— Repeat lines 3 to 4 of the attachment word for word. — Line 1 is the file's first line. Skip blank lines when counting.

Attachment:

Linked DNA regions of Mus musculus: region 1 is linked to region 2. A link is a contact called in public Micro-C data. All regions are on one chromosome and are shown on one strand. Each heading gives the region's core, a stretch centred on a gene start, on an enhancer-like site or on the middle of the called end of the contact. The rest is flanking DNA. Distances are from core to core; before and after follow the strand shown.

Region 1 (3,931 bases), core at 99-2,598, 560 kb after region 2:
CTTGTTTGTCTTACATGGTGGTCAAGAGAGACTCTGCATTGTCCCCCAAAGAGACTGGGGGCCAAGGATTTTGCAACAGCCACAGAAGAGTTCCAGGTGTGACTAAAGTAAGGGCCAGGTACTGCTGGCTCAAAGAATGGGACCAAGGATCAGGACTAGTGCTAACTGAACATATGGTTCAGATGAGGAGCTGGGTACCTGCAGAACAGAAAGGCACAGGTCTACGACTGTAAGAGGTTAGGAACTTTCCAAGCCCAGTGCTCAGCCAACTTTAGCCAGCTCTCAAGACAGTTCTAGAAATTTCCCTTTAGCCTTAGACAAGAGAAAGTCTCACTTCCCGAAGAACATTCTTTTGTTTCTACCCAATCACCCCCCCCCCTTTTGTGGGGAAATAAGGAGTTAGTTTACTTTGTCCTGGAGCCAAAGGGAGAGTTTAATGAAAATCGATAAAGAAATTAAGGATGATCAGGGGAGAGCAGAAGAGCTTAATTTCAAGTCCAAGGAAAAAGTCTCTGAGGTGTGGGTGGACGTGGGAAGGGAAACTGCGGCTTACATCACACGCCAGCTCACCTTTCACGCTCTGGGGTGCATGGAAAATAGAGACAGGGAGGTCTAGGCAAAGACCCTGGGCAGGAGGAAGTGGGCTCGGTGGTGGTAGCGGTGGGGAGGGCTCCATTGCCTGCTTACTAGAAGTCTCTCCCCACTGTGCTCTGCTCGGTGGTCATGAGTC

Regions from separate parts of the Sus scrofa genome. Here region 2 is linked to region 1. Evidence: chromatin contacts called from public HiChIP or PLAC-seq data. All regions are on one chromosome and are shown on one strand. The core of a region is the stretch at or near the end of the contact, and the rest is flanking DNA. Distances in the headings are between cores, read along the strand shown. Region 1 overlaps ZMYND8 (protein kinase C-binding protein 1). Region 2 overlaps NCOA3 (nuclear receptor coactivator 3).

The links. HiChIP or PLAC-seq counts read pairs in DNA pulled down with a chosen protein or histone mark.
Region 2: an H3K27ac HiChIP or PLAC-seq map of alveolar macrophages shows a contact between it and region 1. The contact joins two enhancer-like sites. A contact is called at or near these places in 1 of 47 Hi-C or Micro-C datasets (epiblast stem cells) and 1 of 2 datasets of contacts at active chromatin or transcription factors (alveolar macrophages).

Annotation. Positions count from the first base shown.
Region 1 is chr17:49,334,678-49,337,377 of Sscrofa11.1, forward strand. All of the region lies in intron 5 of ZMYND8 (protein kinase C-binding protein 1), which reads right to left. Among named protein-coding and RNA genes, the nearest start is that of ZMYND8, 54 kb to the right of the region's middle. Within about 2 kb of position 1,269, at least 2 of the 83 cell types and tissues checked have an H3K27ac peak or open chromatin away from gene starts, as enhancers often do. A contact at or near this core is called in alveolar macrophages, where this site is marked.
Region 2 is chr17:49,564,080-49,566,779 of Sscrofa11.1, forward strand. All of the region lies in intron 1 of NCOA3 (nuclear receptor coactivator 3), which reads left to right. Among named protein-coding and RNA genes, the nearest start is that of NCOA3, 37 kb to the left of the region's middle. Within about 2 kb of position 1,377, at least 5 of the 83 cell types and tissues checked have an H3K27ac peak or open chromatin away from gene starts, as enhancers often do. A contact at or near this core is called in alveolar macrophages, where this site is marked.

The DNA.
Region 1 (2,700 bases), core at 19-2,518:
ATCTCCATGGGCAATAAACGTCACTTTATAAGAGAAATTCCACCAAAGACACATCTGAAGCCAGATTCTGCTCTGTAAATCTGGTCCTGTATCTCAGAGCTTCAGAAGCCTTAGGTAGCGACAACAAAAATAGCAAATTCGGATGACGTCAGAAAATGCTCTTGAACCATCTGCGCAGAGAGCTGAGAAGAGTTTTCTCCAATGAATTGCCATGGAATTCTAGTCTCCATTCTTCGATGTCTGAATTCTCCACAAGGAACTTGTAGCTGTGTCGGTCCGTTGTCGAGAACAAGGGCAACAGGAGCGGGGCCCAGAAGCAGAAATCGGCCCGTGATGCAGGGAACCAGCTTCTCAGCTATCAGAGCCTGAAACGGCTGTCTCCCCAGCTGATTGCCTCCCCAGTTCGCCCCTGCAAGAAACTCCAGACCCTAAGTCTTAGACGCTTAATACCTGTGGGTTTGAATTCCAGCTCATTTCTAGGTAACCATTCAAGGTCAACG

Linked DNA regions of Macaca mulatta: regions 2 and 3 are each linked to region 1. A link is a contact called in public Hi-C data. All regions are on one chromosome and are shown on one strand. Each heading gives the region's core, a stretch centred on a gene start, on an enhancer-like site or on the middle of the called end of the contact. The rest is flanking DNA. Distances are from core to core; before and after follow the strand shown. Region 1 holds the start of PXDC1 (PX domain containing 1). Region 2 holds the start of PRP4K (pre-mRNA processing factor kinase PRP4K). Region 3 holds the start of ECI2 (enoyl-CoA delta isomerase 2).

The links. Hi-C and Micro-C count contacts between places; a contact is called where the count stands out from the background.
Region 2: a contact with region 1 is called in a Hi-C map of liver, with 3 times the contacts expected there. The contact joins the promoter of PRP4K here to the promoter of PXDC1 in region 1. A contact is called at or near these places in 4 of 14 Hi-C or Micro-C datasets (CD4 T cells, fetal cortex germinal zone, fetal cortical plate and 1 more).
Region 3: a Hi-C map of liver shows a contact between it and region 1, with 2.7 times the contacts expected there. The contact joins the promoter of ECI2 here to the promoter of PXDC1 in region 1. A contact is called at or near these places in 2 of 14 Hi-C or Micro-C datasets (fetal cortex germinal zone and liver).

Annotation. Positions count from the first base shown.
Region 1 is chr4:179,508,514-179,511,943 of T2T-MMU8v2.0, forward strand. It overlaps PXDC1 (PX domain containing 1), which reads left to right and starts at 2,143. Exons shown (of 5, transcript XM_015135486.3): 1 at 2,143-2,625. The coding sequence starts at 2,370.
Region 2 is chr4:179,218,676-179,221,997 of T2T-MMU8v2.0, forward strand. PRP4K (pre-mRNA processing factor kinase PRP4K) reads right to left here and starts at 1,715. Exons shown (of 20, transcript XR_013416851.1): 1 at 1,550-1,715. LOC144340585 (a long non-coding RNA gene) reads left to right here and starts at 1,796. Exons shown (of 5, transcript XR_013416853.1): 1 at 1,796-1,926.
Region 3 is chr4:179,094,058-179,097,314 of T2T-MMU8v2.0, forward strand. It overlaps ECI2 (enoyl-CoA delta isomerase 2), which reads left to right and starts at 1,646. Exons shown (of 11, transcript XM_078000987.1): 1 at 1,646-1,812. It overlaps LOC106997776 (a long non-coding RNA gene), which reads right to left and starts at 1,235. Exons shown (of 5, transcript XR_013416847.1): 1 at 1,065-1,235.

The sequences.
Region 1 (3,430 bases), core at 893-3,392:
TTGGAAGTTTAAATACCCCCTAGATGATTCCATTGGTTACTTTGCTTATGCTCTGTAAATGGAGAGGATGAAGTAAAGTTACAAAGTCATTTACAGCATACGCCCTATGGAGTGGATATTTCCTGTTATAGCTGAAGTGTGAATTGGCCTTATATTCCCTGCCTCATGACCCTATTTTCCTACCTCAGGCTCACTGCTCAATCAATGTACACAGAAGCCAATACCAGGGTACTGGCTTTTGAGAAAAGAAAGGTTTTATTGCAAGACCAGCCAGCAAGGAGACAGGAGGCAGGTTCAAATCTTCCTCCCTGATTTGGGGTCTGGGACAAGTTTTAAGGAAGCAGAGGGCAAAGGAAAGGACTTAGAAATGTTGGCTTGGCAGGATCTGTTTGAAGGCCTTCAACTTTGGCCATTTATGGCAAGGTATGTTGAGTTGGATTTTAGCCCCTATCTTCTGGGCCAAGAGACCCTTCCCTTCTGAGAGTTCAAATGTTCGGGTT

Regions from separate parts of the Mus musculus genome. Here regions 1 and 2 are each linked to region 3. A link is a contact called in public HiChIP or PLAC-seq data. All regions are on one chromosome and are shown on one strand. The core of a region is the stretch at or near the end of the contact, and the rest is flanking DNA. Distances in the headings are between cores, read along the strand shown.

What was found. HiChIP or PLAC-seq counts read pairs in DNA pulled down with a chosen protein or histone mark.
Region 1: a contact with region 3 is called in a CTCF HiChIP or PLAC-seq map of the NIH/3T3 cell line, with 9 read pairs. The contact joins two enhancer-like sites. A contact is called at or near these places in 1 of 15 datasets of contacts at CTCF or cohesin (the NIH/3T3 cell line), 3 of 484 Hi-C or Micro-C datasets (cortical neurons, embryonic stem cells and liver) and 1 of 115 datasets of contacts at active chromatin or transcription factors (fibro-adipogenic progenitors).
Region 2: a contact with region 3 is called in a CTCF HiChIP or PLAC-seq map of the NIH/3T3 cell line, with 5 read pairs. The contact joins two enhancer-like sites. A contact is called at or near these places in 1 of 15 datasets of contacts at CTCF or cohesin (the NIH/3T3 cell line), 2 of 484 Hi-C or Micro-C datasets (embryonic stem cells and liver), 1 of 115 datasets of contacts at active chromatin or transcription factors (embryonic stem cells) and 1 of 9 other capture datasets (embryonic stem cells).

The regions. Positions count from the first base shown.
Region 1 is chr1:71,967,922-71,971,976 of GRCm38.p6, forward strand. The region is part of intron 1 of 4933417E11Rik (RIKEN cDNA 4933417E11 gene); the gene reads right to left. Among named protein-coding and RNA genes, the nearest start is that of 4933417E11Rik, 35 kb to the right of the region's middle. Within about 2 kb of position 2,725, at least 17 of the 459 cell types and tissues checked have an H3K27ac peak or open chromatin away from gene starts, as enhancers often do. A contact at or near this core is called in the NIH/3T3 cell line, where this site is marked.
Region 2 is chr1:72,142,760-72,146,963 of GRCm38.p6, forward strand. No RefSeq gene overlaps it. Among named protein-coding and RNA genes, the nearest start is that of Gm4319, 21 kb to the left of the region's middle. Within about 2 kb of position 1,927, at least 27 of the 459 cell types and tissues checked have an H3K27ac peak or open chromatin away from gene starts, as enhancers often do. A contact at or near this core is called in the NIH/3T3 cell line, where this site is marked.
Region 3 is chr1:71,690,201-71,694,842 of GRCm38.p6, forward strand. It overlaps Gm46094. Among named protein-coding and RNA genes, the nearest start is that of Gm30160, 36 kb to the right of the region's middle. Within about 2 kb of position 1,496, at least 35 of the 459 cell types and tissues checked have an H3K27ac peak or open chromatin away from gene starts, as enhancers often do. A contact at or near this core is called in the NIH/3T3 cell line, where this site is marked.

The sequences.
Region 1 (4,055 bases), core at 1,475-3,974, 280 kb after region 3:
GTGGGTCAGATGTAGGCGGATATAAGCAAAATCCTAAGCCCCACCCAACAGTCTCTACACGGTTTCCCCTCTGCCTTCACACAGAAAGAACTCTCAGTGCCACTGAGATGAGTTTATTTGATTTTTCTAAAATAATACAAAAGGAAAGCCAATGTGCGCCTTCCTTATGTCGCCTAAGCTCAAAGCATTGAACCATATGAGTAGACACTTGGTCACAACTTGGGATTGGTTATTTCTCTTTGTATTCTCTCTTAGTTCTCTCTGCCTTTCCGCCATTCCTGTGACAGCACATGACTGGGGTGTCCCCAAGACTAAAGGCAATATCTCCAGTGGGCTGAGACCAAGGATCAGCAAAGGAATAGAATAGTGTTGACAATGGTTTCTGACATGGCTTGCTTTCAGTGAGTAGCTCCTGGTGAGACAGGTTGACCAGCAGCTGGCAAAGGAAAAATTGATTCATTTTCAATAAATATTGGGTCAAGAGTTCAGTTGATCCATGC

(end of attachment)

CTTGTTTGTCTTACATGGTGGTCAAGAGAGACTCTGCATTGTCCCCCAAAGAGACTGGGGGCCAAGGATTTTGCAACAGCCACAGAAGAGTTCCAGGTGTGACTAAAGTAAGGGCCAGGTACTGCTGGCTCAAAGAATGGGACCAAGGATCAGGACTAGTGCTAACTGAACATATGGTTCAGATGAGGAGCTGGGTACCTGCAGAACAGAAAGGCACAGGTCTACGACTGTAAGAGGTTAGGAACTTTCCAAGCCCAGTGCTCAGCCAACTTTAGCCAGCTCTCAAGACAGTTCTAGAAATTTCCCTTTAGCCTTAGACAAGAGAAAGTCTCACTTCCCGAAGAACATTCTTTTGTTTCTACCCAATCACCCCCCCCCCTTTTGTGGGGAAATAAGGAGTTAGTTTACTTTGTCCTGGAGCCAAAGGGAGAGTTTAATGAAAATCGATAAAGAAATTAAGGATGATCAGGGGAGAGCAGAAGAGCTTAATTTCAAGTCCAAGGAAAAAGTCTCTGAGGTGTGGGTGGACGTGGGAAGGGAAACTGCGGCTTACATCACACGCCAGCTCACCTTTCACGCTCTGGGGTGCATGGAAAATAGAGACAGGGAGGTCTAGGCAAAGACCCTGGGCAGGAGGAAGTGGGCTCGGTGGTGGTAGCGGTGGGGAGGGCTCCATTGCCTGCTTACTAGAAGTCTCTCCCCACTGTGCTCTGCTCGGTGGTCATGAGTC

Regions from separate parts of the Sus scrofa genome. Here region 2 is linked to region 1. Evidence: chromatin contacts called from public HiChIP or PLAC-seq data. All regions are on one chromosome and are shown on one strand. The core of a region is the stretch at or near the end of the contact, and the rest is flanking DNA. Distances in the headings are between cores, read along the strand shown. Region 1 overlaps ZMYND8 (protein kinase C-binding protein 1). Region 2 overlaps NCOA3 (nuclear receptor coactivator 3).